In my last letter I told you that I was given a tribal name, Kristena Zulu. I learned from the Chief that Zulu is not a Chewa Tribal name. The name Zulu is actually from the Ngoni Tribe. My Headman’s last name of Zulu comes from his mother’s family. Here in Eastern Province tribal passage is matriarchal; therefore, passage of headman was given to my Headman from his mother’s brother. The Chief insisted I receive a name from the Chichewa Tribe of his Chiefdom. As a result, I am now Agnes Banda! In my village I am still called Kristena Zulu however, in the boma and around the Chief I am called Agnes Banda. For those of you that follow celebrity gossip the name Banda may sound familiar. Banda is the name of the child that Madonna adopted from Malawi. Malawi is only about 30km from Chadiza and we are of the same tribe, the Chewa Tribe. So if all else fails I can come home and be the nanny of Madonna’s adopted child. I mean who else can teach the material baby the language and culture of his tribe? Everyone needs a Plan Banda.

Kill Count Dracula
I am sure you are wondering about the bat that lived in my latrine. Operation Kill Count Dracula was a huge success. After many high anxiety trips to the pit latrine, I couldn’t take the threat of the bat a moment longer. Through a series of bat reenactments and my limited Chinyanja vocabulary, I was able to explain my problem to my Headman. Yeah, that was a morning I will never forget. My Headman speaks deep deep Chewa and I was trained in Lusaka Chinyanja, so our communication is difficult to say the least. Although I didn’t know the words for bat or wings in the local language, I did know the word for rat, choswe. So I said in my botched Chewa something like this…Ku chimbuse, ili yima monga choswe koma ili ndi…um…um …um. (In my toilet, there is an animal like a rat but it has…um…um). Because I didn’t know the word for wings I used my universal sign language and start flapping my arms up and down. I am sure anyone would have gotten a good laugh at me trying to explain ‘bat’ to my Headman. The villagers walking by probably said “Oh, that white one, she has lost her mind.” Once he made sense of my bat pantomime, it was time to discuss an action plan. I was extremely proud of my fluency in the language as I was able to fully explain my carefully plotted plan of Operation Kill Count Dracula! Thanks to my beekeeping group that I meet with every Friday (yeah I will get to that later), I knew the word for smoke. We pulled some of the grass thatch from the roof of my latrine and set it on fire and put it down in the hole and covered the hole with a plank. Bye Bye rat-like birdie! The Operation was a success and I can now “Be Free” in the chimbuse!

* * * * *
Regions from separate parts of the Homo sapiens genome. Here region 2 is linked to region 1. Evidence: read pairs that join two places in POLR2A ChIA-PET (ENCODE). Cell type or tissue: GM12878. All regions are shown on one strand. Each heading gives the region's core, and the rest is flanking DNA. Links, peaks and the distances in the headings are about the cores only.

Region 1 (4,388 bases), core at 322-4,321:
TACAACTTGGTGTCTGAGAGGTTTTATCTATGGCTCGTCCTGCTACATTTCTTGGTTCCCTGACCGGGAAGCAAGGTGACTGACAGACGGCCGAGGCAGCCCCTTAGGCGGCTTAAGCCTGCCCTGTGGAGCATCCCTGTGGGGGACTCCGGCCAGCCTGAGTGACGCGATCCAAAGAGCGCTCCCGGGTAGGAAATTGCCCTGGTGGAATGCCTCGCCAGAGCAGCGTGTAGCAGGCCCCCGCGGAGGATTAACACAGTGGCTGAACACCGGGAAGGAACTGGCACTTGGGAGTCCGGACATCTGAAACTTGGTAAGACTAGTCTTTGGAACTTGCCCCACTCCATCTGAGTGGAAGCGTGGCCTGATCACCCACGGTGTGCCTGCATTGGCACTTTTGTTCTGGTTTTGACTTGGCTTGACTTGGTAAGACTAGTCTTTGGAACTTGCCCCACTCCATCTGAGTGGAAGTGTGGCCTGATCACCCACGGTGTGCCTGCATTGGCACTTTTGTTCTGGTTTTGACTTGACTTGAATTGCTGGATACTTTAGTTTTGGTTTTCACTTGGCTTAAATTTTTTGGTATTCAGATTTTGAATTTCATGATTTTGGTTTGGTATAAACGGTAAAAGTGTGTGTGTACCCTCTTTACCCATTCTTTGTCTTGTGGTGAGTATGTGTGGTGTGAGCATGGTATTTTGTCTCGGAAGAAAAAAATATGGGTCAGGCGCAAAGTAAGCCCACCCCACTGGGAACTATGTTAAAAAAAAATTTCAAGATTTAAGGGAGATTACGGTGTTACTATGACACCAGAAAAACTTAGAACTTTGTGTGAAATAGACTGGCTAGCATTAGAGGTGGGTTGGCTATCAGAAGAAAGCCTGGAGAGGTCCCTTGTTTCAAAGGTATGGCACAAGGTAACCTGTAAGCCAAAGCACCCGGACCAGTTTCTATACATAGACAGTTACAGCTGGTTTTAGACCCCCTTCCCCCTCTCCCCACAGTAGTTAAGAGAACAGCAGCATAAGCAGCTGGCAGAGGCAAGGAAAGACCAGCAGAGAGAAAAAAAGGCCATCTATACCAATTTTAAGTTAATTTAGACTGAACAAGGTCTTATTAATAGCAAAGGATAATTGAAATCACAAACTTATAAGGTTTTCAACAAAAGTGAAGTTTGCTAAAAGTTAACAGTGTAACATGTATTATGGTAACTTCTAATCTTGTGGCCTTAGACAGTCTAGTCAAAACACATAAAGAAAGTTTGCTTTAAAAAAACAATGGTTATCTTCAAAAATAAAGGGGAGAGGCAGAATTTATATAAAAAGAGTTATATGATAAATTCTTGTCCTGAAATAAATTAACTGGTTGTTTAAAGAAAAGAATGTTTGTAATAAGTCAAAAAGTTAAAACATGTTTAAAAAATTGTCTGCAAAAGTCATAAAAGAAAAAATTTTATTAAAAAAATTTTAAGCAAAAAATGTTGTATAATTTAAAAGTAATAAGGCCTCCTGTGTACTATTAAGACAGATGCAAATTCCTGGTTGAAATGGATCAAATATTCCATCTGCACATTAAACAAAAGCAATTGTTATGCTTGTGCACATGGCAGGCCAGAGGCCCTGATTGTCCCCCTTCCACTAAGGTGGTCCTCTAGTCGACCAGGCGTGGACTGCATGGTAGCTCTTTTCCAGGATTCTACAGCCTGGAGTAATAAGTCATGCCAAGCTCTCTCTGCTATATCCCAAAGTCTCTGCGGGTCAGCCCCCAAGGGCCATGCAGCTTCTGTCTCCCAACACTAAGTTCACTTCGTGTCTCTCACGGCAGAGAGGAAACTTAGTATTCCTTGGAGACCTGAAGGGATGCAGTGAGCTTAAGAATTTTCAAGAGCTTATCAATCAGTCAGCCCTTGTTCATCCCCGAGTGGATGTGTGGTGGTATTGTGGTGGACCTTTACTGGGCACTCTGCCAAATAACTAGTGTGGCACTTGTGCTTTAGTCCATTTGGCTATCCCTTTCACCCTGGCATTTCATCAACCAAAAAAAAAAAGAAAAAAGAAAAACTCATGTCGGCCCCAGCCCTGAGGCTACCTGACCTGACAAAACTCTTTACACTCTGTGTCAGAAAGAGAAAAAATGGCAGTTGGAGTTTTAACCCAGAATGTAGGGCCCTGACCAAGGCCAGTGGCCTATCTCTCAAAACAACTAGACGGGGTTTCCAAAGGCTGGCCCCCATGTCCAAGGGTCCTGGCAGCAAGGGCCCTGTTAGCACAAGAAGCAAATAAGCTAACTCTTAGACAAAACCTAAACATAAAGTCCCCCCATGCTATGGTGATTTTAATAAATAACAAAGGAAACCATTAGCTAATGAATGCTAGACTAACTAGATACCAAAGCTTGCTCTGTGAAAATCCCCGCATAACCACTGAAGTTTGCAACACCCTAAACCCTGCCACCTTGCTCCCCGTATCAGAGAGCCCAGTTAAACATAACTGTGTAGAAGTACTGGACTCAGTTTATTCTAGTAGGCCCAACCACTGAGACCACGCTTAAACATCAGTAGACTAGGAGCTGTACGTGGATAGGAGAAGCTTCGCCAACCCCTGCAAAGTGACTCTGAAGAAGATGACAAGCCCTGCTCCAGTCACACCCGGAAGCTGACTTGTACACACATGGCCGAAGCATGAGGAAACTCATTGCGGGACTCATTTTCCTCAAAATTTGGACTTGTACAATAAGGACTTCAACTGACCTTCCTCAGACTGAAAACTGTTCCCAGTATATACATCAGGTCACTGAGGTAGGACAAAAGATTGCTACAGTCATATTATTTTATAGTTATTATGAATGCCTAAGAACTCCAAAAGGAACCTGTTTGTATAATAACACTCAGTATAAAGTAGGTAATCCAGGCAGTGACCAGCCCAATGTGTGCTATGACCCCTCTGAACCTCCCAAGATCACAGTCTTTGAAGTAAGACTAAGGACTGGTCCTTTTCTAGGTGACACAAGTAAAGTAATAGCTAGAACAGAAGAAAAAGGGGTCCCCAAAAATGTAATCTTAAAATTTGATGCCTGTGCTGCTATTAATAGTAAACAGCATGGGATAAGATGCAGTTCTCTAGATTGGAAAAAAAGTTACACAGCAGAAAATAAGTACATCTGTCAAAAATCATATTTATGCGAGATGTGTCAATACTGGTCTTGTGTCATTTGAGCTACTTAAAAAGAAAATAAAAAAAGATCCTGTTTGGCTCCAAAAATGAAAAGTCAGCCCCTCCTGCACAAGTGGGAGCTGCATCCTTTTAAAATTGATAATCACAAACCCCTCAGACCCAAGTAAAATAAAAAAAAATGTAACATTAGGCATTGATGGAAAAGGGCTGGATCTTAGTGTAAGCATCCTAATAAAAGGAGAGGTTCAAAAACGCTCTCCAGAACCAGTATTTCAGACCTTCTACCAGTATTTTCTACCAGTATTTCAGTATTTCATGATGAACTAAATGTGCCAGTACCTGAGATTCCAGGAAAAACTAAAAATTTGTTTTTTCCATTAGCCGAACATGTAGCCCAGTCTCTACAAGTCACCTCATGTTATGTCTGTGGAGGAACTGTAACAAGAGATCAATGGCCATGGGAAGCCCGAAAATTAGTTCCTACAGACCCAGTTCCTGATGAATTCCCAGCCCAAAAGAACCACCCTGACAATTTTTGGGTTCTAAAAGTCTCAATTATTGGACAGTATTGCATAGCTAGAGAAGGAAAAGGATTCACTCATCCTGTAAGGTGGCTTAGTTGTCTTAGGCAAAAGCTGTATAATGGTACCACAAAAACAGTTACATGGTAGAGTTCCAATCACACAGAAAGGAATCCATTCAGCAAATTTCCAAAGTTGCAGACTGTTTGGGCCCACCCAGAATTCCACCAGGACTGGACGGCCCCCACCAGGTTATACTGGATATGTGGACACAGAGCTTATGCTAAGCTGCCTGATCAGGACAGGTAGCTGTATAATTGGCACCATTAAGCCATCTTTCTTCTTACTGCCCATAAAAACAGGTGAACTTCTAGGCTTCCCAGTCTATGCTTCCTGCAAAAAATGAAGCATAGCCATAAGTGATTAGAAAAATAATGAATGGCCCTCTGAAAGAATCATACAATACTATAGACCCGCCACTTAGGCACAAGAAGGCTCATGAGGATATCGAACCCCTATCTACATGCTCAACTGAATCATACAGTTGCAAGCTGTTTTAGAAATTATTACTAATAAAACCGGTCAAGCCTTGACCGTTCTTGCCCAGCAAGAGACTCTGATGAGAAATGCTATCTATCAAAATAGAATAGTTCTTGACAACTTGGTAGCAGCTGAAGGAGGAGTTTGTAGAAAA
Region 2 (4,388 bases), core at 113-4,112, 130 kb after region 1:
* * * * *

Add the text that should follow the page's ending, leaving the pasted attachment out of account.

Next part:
Blind Leading the Blind.